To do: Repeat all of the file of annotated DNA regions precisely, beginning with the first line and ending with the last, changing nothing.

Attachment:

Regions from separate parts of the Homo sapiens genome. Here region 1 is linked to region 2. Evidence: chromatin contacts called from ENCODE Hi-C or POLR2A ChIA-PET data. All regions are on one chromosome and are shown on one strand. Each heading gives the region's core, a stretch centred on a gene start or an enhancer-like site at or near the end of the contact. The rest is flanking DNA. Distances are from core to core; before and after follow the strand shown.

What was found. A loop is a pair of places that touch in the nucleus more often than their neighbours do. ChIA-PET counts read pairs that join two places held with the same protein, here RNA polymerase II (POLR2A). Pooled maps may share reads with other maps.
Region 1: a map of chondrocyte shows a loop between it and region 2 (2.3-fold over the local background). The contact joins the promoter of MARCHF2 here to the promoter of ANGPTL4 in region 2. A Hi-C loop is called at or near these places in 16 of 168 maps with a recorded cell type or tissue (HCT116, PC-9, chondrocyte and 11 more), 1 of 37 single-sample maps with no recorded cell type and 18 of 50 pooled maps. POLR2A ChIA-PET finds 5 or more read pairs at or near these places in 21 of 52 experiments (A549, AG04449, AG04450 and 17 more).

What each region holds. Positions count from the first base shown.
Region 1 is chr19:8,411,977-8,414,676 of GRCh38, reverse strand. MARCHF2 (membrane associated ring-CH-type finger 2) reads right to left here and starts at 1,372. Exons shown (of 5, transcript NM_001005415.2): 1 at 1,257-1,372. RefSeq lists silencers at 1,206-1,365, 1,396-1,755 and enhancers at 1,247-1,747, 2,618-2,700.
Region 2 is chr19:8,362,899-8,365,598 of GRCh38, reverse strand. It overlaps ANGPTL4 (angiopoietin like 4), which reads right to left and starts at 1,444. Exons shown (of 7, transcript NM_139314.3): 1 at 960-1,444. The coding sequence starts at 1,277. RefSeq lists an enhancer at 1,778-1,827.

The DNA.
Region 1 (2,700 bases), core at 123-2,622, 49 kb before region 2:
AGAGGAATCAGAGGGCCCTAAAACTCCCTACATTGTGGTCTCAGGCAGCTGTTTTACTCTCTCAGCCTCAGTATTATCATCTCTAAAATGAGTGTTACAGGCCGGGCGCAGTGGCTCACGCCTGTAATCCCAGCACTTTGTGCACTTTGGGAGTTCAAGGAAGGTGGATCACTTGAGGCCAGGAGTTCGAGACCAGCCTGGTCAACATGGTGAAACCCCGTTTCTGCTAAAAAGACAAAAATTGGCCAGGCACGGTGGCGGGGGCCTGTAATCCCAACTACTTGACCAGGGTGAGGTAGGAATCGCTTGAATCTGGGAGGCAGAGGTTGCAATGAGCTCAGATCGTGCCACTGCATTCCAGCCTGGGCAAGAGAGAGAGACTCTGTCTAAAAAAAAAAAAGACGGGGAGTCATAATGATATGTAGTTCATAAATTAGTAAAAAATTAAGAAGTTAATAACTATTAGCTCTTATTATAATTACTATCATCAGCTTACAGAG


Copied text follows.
Regions from separate parts of the Homo sapiens genome. Here region 1 is linked to region 2. Evidence: chromatin contacts called from ENCODE Hi-C or POLR2A ChIA-PET data. All regions are on one chromosome and are shown on one strand. Each heading gives the region's core, a stretch centred on a gene start or an enhancer-like site at or near the end of the contact. The rest is flanking DNA. Distances are from core to core; before and after follow the strand shown.

What was found. A loop is a pair of places that touch in the nucleus more often than their neighbours do. ChIA-PET counts read pairs that join two places held with the same protein, here RNA polymerase II (POLR2A). Pooled maps may share reads with other maps.
Region 1: a map of chondrocyte shows a loop between it and region 2 (2.3-fold over the local background). The contact joins the promoter of MARCHF2 here to the promoter of ANGPTL4 in region 2. A Hi-C loop is called at or near these places in 16 of 168 maps with a recorded cell type or tissue (HCT116, PC-9, chondrocyte and 11 more), 1 of 37 single-sample maps with no recorded cell type and 18 of 50 pooled maps. POLR2A ChIA-PET finds 5 or more read pairs at or near these places in 21 of 52 experiments (A549, AG04449, AG04450 and 17 more).

What each region holds. Positions count from the first base shown.
Region 1 is chr19:8,411,977-8,414,676 of GRCh38, reverse strand. MARCHF2 (membrane associated ring-CH-type finger 2) reads right to left here and starts at 1,372. Exons shown (of 5, transcript NM_001005415.2): 1 at 1,257-1,372. RefSeq lists silencers at 1,206-1,365, 1,396-1,755 and enhancers at 1,247-1,747, 2,618-2,700.
Region 2 is chr19:8,362,899-8,365,598 of GRCh38, reverse strand. It overlaps ANGPTL4 (angiopoietin like 4), which reads right to left and starts at 1,444. Exons shown (of 7, transcript NM_139314.3): 1 at 960-1,444. The coding sequence starts at 1,277. RefSeq lists an enhancer at 1,778-1,827.

The DNA.
Region 1 (2,700 bases), core at 123-2,622, 49 kb before region 2:
AGAGGAATCAGAGGGCCCTAAAACTCCCTACATTGTGGTCTCAGGCAGCTGTTTTACTCTCTCAGCCTCAGTATTATCATCTCTAAAATGAGTGTTACAGGCCGGGCGCAGTGGCTCACGCCTGTAATCCCAGCACTTTGTGCACTTTGGGAGTTCAAGGAAGGTGGATCACTTGAGGCCAGGAGTTCGAGACCAGCCTGGTCAACATGGTGAAACCCCGTTTCTGCTAAAAAGACAAAAATTGGCCAGGCACGGTGGCGGGGGCCTGTAATCCCAACTACTTGACCAGGGTGAGGTAGGAATCGCTTGAATCTGGGAGGCAGAGGTTGCAATGAGCTCAGATCGTGCCACTGCATTCCAGCCTGGGCAAGAGAGAGAGACTCTGTCTAAAAAAAAAAAAGACGGGGAGTCATAATGATATGTAGTTCATAAATTAGTAAAAAATTAAGAAGTTAATAACTATTAGCTCTTATTATAATTACTATCATCAGCTTACAGAG